Interview with Roman Kemp on Boot Dreams: Now or Never
How did you get involved in the project?
When I heard about the concept, it sounded like an amazing opportunity as the show represents two worlds for me which naturally collide. The team at BBC Three know that I’m a massive football fan but they also know that I’m very in tune with the mental health space so I jumped at the opportunity. I love football but I would never enter the space of football if it wasn’t my place and I felt this gave me a chance to be part of the game that I love and also have openly emotional conversations with the young athletes in the academy.
As a football fan yourself, what was it like to host the series?
It was pretty amazing. It was cool to be a part of something like being able to go into a dressing room and not feel like an outsider. The lads really made me feel part of the team and I felt like the link between the viewer and the boys so I loved being able to do that.
We see a lot of the boys in the academy due to injury, family trauma and other issues which halted their football careers – did you ever want to pursue football professionally growing up?
Being a professional footballer was never a realistic dream for me but football is my life. I would take being a boot cleaner if that meant I could get into football professionally! I’ve got so many tattoos that are football related on me – it really is my life.
Did you find any similarity with the boys during the process?
I think that young men have similar mindsets a lot of the time. But for the players, it just translates differently. In their world, they’re planning to make it into the team but for me, it’s working towards another show. I was so intrigued to see the emotional intelligence and the progression from a lot of the players throughout the series. A lot of them never had conversations like they did before, but by the end of the series, they were happy to talk about themselves, their family or why they wanted to do what they’re doing.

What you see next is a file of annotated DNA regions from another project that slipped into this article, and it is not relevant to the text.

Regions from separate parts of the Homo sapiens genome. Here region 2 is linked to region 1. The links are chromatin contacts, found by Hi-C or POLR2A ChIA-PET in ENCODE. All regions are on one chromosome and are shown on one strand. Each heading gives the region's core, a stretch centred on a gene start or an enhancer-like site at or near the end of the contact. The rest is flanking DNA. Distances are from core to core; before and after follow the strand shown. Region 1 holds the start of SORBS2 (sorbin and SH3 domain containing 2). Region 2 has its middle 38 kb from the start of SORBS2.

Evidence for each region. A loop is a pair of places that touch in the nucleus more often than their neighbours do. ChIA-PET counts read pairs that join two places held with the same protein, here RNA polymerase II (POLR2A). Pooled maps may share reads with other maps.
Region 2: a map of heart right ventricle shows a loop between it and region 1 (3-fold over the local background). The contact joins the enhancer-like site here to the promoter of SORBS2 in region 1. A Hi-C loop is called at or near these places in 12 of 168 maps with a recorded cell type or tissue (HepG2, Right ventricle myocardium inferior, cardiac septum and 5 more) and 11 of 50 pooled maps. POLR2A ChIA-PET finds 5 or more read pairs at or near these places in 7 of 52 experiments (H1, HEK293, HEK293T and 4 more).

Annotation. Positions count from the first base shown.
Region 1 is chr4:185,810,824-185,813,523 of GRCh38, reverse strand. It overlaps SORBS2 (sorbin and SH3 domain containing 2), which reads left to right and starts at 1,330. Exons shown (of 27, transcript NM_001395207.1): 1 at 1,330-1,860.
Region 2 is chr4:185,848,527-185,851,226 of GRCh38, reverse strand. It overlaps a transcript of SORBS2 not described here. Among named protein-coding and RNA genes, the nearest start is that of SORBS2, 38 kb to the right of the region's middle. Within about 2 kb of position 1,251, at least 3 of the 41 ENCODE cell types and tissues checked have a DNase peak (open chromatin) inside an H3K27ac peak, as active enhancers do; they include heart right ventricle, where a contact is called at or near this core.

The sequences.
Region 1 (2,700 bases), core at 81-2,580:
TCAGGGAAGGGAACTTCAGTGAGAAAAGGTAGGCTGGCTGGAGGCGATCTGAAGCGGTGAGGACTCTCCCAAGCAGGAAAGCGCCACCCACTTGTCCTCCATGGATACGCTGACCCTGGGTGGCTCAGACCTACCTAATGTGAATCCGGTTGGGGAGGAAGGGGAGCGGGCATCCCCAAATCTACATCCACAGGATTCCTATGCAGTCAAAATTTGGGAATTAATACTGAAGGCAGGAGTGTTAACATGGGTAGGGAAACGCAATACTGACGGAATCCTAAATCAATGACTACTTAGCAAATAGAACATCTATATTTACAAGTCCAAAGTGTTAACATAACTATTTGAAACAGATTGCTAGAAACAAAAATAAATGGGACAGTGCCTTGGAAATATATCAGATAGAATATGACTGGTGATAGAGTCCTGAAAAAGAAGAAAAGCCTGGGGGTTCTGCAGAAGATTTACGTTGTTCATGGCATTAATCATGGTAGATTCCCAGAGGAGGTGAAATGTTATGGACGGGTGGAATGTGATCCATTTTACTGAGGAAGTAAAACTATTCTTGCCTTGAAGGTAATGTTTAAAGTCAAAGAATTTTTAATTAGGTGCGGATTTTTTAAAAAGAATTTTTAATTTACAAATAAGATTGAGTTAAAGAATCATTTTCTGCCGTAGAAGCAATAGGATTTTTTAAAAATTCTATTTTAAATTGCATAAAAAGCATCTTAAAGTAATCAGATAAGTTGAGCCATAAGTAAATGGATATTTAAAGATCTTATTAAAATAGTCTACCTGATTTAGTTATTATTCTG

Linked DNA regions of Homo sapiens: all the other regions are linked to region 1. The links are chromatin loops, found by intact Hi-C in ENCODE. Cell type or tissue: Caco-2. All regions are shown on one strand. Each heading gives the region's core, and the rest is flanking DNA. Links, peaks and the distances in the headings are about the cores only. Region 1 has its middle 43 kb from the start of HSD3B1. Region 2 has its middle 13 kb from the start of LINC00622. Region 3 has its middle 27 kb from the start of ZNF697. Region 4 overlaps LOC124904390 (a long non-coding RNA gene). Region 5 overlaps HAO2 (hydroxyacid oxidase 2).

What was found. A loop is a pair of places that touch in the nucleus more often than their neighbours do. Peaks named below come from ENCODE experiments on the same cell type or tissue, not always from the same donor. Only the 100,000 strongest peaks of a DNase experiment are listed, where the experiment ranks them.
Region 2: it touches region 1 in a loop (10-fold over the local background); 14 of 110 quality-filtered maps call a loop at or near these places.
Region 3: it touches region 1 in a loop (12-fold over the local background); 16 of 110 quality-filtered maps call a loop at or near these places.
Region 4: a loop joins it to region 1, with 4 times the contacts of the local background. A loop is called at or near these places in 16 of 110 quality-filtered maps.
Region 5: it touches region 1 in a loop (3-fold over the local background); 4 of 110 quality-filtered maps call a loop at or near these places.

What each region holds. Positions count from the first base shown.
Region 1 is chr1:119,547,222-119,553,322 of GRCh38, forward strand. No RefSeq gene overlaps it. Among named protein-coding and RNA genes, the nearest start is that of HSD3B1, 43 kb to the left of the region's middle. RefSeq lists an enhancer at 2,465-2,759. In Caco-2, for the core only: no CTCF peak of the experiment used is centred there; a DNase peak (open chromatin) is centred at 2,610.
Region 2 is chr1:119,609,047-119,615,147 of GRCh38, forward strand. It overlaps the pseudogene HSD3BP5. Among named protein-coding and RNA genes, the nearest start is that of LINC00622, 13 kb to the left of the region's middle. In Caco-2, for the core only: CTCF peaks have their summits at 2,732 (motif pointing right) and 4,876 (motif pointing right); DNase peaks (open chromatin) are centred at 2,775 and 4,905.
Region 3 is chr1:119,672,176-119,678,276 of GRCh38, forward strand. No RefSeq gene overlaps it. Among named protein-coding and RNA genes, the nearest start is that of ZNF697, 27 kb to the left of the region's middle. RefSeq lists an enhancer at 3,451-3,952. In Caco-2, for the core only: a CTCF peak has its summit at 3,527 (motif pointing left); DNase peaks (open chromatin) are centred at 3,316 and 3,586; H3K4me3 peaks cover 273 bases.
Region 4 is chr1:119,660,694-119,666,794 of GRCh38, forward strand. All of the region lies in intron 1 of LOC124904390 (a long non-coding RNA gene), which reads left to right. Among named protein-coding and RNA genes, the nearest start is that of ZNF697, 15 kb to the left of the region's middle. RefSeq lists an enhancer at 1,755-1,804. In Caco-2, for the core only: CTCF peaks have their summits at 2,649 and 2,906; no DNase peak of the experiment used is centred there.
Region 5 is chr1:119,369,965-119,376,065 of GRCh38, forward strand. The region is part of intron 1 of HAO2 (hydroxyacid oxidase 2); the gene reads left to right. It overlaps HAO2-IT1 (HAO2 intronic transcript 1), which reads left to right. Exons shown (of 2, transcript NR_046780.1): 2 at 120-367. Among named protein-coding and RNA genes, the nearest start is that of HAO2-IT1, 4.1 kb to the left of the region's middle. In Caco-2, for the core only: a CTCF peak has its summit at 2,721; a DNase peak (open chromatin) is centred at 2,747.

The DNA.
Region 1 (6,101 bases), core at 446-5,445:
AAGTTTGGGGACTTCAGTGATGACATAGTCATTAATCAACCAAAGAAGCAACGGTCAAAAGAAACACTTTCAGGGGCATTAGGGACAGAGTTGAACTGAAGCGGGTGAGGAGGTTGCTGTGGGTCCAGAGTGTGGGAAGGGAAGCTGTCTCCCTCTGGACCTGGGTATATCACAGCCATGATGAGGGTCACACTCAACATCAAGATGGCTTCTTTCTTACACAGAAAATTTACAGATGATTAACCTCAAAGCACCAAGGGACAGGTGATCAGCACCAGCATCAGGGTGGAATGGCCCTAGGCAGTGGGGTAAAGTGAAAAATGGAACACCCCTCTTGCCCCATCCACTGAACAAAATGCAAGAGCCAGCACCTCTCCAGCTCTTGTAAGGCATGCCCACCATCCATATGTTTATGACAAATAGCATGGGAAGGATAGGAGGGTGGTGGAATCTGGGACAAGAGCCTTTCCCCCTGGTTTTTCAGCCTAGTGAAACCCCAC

Do you still actively play football alongside your career today?
Football is sacrosanct to me. On Wednesday evenings, I play football. Do not try to reach me! I play 7-a-side with my mates and we’re in a league. We’ve been friends and playing football since we were six years old. We’ve always played football with each other so we’ve got that as a lovely bond which keeps us together.
What would you say makes a great professional football player?
I would say it’s someone that can apply themselves. We all have different personalities, but it’s how we use those personalities in the talent we’re given. For example in the football world, you’ve got someone like Luis Suárez, who has quite a feisty personality but if he didn’t have that side of him, he may not be as good as he is because he’s applying that side of his character into the game.
On the other hand, you have someone like Ronaldinho who was always a player with a smile on his face and it was amazing to just watch him play. So, I wouldn’t say it’s all necessarily about dedication, it’s about applying what you’ve got and putting that into the game. But hey, what can I say, I’m just a TV presenter!
How important do you believe academies like these are to young people?
They are so important but unfortunately, there aren’t enough academies like these. There are a few others that have been set up but there can be only so many footballers these days. It’s not about giving everyone a contract but it’s being aware that those that are being left behind might need a little bit of help.
What do you think viewers can expect and learn from the series?
They can expect to see a darker side of football that they never really knew about. Football isn’t just all about money, fame and ‘the dream’. That dream is very few and far between and when it doesn’t work out, it can leave you in a really tough predicament. I also think that people will learn about the pressure that is placed on young footballers and I think that’s something that gets forgotten about.